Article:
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April 2, 2019 10:12 am

Whistleblower Says Ivanka Trump, Jared Kushner Got Security Clearances Over Experts’ Advice

avatar by Reuters and Algemeiner Staff

Jared Kushner and Ivanka Trump. Photo: Ryan Johnson via Wikimedia Commons.

A White House whistleblower has said the Trump administration overruled security experts to give questionable security clearances to more than two dozen people, including the president’s daughter Ivanka and son-in-law Jared Kushner.

Tricia Newbold, a White House security adviser, told Democrats in Congress that clearances were initially denied to dozens of administration officials because of concerns over possible foreign influence, conflicts of interests, questionable or criminal conduct, financial problems or drug abuse.

She said President Donald Trump’s former White House personnel security director, Carl Kline, personally overruled the career officials’ judgments in the cases of two senior officials.

Newbold’s allegations were laid out in a letter sent to the White House on Monday and released by Elijah Cummings, chairman of the House of Representatives Oversight Committee.

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“I would not be doing a service to myself, my country, or my children if I sat back knowing that the issues that we have could impact national security,” his letter quoted Newbold as telling his committee. “I feel that right now this is my last hope to really bring the integrity back into our office.”

Cummings said he plans to subpoena Kline and warned that more subpoenas would be issued if the White House does not provide requested documents.

In his letter to the White House, Cummings referred to three unnamed “senior White House officials” whose security clearance cases are addressed in some detail by Newbold.

Two sources familiar with the information obtained by the Oversight Committee said two of those three senior officials are Ivanka Trump and Kushner, her husband.

Asked about the whistleblower’s assertions, Kushner said in an interview on Fox News Channel that he had complied with various investigations.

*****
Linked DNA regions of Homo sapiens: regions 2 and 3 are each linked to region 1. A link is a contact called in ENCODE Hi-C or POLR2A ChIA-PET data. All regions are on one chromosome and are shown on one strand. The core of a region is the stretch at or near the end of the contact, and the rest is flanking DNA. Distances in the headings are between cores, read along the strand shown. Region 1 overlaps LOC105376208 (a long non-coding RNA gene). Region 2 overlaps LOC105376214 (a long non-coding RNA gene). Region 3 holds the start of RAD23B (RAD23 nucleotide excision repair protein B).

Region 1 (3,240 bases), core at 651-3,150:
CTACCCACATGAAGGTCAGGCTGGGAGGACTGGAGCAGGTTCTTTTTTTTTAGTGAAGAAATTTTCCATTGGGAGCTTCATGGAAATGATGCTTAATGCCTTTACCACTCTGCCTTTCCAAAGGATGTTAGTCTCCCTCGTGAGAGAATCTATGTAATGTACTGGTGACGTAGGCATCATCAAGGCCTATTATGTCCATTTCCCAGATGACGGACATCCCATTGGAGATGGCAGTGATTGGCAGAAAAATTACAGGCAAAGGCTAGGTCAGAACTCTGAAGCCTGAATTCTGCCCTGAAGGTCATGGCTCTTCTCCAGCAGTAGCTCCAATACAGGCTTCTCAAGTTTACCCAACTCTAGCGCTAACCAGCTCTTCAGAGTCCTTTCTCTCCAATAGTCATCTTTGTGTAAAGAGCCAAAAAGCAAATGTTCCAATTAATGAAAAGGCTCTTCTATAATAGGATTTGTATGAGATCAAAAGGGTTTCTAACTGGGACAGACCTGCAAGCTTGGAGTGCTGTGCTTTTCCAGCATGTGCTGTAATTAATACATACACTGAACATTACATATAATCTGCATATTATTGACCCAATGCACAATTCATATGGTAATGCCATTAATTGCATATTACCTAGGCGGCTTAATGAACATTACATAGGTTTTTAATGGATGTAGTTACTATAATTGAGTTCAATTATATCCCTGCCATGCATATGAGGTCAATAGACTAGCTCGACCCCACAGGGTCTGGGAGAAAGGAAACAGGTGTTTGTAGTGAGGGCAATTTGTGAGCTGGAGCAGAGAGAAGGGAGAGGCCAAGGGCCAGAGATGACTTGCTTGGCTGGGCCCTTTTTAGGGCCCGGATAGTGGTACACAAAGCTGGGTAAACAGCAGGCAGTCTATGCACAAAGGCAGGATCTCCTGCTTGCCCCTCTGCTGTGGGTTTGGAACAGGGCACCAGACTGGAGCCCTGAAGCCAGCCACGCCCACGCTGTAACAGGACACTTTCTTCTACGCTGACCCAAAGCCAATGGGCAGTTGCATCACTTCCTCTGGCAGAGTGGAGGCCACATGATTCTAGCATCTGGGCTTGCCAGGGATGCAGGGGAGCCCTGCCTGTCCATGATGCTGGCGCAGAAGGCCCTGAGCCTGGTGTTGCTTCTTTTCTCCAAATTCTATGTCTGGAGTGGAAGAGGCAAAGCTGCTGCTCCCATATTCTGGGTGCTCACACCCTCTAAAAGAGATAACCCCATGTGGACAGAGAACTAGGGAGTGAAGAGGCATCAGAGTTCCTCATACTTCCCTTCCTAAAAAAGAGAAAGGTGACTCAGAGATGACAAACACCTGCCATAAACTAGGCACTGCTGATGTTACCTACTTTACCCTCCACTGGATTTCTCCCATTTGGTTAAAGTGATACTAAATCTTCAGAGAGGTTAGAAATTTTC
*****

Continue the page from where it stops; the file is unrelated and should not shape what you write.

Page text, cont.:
“I disclosed all of my holdings for the Office of Government Ethics, and what I did with them is they told me what to divest, what to keep, what rules to follow. We followed all that,” Kushner said.

The White House did not respond to a request for comment.

Jim Jordan, the top Republican on the House committee, issued a statement calling the letter a “partisan attack” that was “an excuse to go fishing through the personal files of dedicated public servants.”

Cummings said Newbold, a manager in the White House personnel security office, said she was targeted for retaliation after declining to approve applications based on national security protocols.

“I’m terrified of going back. I know that this will not be perceived in favor of my intentions, which is to bring back the integrity of the office,” she is quoted as saying in the letter Cummings sent to White House Counsel Pat Cipollone.

Separately, the House Judiciary Committee said on Monday that it will this week issue subpoenas to obtain Special Counsel Robert Muller’s full report on Russian meddling in the 2016 presidential election.

Attorney General William Barr issued a summary of Mueller’s findings to Congress on March 24, saying the special counsel did not establish that members of the Trump campaign conspired with Russia.

Mueller left unresolved the question of whether Trump obstructed justice during the probe, and Barr concluded the evidence was insufficient to charge the president.

Barr has said he will issue a redacted copy of Mueller’s full report by mid-April, but Democrats want it without redactions and have demanded it be given to them this week.

The new round of subpoenas signals increased pressure from Democrats on the Republican Trump White House.

The White House did not respond to a request for comment about the letters. The Department of Justice declined to comment about the request from the Judiciary Committee.

‘Significant disqualifying factors’

Cummings’ memo on White House security clearances said career officials, including Newbold, initially rejected the application from “Senior White House official 1” after a background investigation revealed “significant disqualifying factors,” including “foreign influence” and “personal conduct.”

The memo said Kline overruled the career officials’ judgments, saying the activities that concerned security officials “occurred prior to federal service.”

It also said Newbold told congressional investigators that a second person, referred to as “senior White House Official 2” was the subject of a 14-page memo laying out “multiple disqualifiers” including foreign influence and outside activities. Kline also approved a clearance for that unnamed official.

Newbold told congressional investigators that in a third case she was pressured by Kline to reverse a recommendation that the clearance application be rejected.

Newbold refused, and the third official ultimately left the White House, the Democrats’ memo said.

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